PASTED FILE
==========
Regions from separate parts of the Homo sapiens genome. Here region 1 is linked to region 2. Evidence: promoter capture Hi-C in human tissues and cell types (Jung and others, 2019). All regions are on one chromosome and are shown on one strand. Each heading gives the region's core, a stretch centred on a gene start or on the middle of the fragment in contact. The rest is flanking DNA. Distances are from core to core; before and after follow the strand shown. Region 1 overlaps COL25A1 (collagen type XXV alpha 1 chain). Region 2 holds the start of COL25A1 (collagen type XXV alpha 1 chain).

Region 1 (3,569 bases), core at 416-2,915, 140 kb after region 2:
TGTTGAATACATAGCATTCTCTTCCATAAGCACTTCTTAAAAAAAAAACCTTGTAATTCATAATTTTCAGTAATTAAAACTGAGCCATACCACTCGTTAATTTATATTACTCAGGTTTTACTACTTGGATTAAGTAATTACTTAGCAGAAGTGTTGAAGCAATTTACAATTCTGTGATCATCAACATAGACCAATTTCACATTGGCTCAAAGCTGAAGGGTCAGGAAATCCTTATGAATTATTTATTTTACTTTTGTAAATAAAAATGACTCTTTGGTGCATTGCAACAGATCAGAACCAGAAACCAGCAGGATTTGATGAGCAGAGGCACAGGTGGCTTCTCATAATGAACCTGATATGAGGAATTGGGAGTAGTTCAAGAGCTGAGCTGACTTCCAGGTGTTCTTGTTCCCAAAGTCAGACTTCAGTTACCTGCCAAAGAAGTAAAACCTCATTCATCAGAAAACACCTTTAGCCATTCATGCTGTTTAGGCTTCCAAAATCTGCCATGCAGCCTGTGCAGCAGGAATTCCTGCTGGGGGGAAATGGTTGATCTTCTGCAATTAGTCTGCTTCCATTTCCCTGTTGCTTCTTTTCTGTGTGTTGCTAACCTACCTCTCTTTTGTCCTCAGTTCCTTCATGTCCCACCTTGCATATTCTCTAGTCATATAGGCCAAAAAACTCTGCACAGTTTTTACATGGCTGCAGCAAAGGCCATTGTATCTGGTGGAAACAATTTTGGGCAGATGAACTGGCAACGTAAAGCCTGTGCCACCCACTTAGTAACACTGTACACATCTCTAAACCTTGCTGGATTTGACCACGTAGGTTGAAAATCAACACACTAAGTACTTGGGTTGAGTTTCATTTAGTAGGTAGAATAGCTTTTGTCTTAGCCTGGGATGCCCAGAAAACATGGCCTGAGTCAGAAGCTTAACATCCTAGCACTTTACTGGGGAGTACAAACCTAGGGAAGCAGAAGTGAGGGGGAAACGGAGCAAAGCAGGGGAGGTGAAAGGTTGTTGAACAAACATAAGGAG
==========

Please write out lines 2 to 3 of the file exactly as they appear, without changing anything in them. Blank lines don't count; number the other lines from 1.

Region 1 (3,569 bases), core at 416-2,915, 140 kb after region 2:
TGTTGAATACATAGCATTCTCTTCCATAAGCACTTCTTAAAAAAAAAACCTTGTAATTCATAATTTTCAGTAATTAAAACTGAGCCATACCACTCGTTAATTTATATTACTCAGGTTTTACTACTTGGATTAAGTAATTACTTAGCAGAAGTGTTGAAGCAATTTACAATTCTGTGATCATCAACATAGACCAATTTCACATTGGCTCAAAGCTGAAGGGTCAGGAAATCCTTATGAATTATTTATTTTACTTTTGTAAATAAAAATGACTCTTTGGTGCATTGCAACAGATCAGAACCAGAAACCAGCAGGATTTGATGAGCAGAGGCACAGGTGGCTTCTCATAATGAACCTGATATGAGGAATTGGGAGTAGTTCAAGAGCTGAGCTGACTTCCAGGTGTTCTTGTTCCCAAAGTCAGACTTCAGTTACCTGCCAAAGAAGTAAAACCTCATTCATCAGAAAACACCTTTAGCCATTCATGCTGTTTAGGCTTCCAAAATCTGCCATGCAGCCTGTGCAGCAGGAATTCCTGCTGGGGGGAAATGGTTGATCTTCTGCAATTAGTCTGCTTCCATTTCCCTGTTGCTTCTTTTCTGTGTGTTGCTAACCTACCTCTCTTTTGTCCTCAGTTCCTTCATGTCCCACCTTGCATATTCTCTAGTCATATAGGCCAAAAAACTCTGCACAGTTTTTACATGGCTGCAGCAAAGGCCATTGTATCTGGTGGAAACAATTTTGGGCAGATGAACTGGCAACGTAAAGCCTGTGCCACCCACTTAGTAACACTGTACACATCTCTAAACCTTGCTGGATTTGACCACGTAGGTTGAAAATCAACACACTAAGTACTTGGGTTGAGTTTCATTTAGTAGGTAGAATAGCTTTTGTCTTAGCCTGGGATGCCCAGAAAACATGGCCTGAGTCAGAAGCTTAACATCCTAGCACTTTACTGGGGAGTACAAACCTAGGGAAGCAGAAGTGAGGGGGAAACGGAGCAAAGCAGGGGAGGTGAAAGGTTGTTGAACAAACATAAGGAG